Social Media Network Sign

Smart ideas that can help maximize your shop’s exposure

The biggest challenge florists share with me when it comes to social media is sourcing content and when they should post. Quick answer for content? Be authentic about your business—social share with the world what goes on day-to-day at the shop and tout your floral expertise. In regards to when, it’s tricky because the goal is to get maximum exposure for your posts. Fortunately, data exists of when customers are online and using specific social media. So this month, we share with you best content creation practices and a recommended weekly posting calendar.


Social media is ideally real-time marketing but this doesn’t sync with a typical shop schedule. What we recommend is having two meetings a week on say Monday and Thursday, to chat with your team about shop activity. List scheduled promotions like weekly specials, and event or occasion work scheduled for the next few days such as any weddings, events or special occasions of a customer that’s noteworthy—be sure to get their permission to share. Of course, much of this work just pops up daily, so consider keeping a log to jot down and share at the next meeting.


Next, staff can start identifying post ideas from last week’s activity or think of posts that could serve as promotions or teasers for upcoming events. Now, dedicate about 30 minutes to an hour to write three, four or five posts or however many you can muster. However, don’t feel you need to be a professional writer. Just share basics of the event, the flower varieties (and colors) you used, why they work well at a particular venue, and whether it matches any trends of which you are aware.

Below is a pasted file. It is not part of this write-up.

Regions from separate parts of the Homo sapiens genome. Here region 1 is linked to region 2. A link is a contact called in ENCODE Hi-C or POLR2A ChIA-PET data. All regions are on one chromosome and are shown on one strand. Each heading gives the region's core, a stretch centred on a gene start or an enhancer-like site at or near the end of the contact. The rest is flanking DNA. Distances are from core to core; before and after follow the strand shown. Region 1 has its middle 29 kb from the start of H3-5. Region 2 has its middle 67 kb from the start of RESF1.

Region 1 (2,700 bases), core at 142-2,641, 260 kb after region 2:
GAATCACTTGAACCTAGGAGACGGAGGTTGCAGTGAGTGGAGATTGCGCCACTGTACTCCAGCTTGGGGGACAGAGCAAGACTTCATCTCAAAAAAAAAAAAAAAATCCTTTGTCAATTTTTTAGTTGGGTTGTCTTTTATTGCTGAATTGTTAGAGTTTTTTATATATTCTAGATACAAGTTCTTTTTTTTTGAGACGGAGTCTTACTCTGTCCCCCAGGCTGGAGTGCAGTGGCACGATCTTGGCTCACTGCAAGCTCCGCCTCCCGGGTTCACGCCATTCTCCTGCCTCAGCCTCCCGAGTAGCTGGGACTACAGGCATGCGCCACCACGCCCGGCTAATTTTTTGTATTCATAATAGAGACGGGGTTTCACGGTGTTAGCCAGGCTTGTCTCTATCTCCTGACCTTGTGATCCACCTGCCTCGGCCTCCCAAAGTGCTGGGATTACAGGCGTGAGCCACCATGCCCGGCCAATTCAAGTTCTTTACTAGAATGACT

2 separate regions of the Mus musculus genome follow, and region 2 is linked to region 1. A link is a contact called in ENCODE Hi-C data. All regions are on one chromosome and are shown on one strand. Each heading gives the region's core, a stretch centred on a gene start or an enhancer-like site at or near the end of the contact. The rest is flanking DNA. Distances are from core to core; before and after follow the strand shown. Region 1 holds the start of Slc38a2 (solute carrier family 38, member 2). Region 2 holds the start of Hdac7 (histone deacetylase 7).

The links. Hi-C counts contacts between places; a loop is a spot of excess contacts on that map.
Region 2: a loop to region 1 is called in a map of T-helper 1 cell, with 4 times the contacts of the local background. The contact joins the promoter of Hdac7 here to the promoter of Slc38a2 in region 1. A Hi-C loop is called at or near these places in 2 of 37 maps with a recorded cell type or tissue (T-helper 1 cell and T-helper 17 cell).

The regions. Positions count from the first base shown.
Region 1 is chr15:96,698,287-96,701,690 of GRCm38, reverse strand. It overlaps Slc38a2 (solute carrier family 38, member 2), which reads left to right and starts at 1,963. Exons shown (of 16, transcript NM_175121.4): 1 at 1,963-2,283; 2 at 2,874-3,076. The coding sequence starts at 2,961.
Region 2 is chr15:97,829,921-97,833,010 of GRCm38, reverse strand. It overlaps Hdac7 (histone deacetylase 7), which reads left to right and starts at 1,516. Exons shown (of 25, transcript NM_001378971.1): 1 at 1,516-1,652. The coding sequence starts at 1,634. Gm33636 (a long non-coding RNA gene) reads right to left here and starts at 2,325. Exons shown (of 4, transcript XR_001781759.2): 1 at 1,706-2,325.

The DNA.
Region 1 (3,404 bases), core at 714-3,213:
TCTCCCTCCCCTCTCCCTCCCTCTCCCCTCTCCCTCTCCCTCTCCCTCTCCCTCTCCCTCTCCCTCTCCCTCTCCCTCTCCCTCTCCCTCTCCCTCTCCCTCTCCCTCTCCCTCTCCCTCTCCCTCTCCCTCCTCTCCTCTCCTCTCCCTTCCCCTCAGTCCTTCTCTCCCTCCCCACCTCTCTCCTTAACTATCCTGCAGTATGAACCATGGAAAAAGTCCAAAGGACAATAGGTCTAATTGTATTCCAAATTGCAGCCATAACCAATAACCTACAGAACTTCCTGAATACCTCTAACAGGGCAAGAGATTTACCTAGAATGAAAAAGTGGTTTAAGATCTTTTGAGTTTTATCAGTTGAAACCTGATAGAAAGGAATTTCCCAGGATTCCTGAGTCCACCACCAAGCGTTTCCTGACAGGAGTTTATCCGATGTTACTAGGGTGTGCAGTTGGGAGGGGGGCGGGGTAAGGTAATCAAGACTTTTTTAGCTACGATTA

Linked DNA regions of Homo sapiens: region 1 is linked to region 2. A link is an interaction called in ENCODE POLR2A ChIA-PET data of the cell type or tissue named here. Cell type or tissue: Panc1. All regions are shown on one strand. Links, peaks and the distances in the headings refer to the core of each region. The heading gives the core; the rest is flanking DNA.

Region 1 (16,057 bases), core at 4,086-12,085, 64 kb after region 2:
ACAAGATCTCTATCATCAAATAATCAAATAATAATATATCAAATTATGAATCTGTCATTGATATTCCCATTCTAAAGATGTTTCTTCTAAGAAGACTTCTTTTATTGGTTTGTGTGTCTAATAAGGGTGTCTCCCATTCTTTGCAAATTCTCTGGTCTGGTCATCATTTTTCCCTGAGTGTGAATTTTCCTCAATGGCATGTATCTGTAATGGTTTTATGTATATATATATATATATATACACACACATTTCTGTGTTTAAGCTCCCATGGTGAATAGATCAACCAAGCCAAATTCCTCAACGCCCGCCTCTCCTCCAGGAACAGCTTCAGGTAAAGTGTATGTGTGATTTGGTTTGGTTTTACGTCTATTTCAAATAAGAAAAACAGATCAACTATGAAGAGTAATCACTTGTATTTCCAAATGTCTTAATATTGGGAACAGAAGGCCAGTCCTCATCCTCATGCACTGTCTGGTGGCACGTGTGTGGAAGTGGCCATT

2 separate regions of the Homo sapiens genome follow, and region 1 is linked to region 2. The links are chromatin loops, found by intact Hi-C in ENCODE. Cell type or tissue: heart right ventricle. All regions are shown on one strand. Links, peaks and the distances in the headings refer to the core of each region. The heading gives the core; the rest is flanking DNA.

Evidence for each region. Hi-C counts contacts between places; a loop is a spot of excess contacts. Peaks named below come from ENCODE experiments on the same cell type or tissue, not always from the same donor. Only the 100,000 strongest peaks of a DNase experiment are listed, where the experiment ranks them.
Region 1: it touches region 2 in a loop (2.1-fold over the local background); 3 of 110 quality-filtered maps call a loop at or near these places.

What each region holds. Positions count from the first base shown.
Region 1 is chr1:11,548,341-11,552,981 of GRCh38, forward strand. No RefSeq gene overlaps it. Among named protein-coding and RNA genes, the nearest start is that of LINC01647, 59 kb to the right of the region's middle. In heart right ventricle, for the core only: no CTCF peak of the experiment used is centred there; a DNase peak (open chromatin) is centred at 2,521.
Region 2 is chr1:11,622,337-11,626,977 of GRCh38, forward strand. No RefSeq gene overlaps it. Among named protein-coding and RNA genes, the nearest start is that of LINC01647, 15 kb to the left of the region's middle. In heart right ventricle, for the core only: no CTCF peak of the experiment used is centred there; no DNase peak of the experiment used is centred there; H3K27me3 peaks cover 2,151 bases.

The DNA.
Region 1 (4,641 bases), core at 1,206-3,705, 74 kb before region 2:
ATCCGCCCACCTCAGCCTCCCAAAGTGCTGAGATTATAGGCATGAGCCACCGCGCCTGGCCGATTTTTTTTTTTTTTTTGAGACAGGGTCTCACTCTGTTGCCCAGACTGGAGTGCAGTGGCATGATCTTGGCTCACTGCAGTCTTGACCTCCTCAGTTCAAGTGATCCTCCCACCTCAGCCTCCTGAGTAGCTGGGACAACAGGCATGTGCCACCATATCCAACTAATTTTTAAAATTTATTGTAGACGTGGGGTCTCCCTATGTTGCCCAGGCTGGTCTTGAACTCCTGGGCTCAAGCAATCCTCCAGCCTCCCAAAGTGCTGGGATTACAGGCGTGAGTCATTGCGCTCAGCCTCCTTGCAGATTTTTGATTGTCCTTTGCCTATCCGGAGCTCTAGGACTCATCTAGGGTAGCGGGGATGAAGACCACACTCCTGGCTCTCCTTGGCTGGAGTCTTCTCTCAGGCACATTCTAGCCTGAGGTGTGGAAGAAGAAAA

The tone of posts should be conversational as if you’re talking about your work with a customer in front of you. Write two to three sentences at minimum. Lastly, extract about three to five keywords that you feel capture the essence of the post—think flower variety, event theme, colors, venue and trends.

Also, get into the habit of taking photos of everything. You’ll want to have at least one or two photos per post, so take five (to have choice). And if possible—capture a quick video! Take a couple of video caps of 20-30 second clips max. The secret of capturing good quality media is ample lighting—outdoor is best, fluorescent is the worst, and using your smartphone as your main capture tool (we’ll cover this more in an upcoming column).


As we covered last month, Hootsuite is an awesome social posting tool since you can post to several media and most importantly, schedule these posts. This allows you to dedicate a block of time in your busy schedule. By now, your posts are written and although you can blast out the same exact text to all, we strongly consider tweaking posts for different audiences.

For Facebook and Google+, go ahead and send the post as-is— don’t forget to include photos (or video). For Instagram and Pinterest, choose your best photos and tweak text for a younger audience. Then distill the post down further to 140 characters for Twitter. For all posts, add a #hashtag to words you identified as keywords within the post text to garner traffic from searches such as #rose, #flowers, #blueiris, etc.


OK, here’s the skinny on when to post: post to Facebook on Thursday or Friday—1 p.m. to get the most shares and 3 p.m. for the most clicks; for Twitter, weekdays are best for b2b tweets, weekend for b2c tweets—after 5 p.m. is best for retweets and noon and at 6 p.m. for highest clickthrough; Saturday from 8 p.m. to 11 p.m. is ideal Pinterest posting time; and Mondays, off work hours for Instagram.

Click here to download and read the 2016 Floriology article Social Posting: What and When.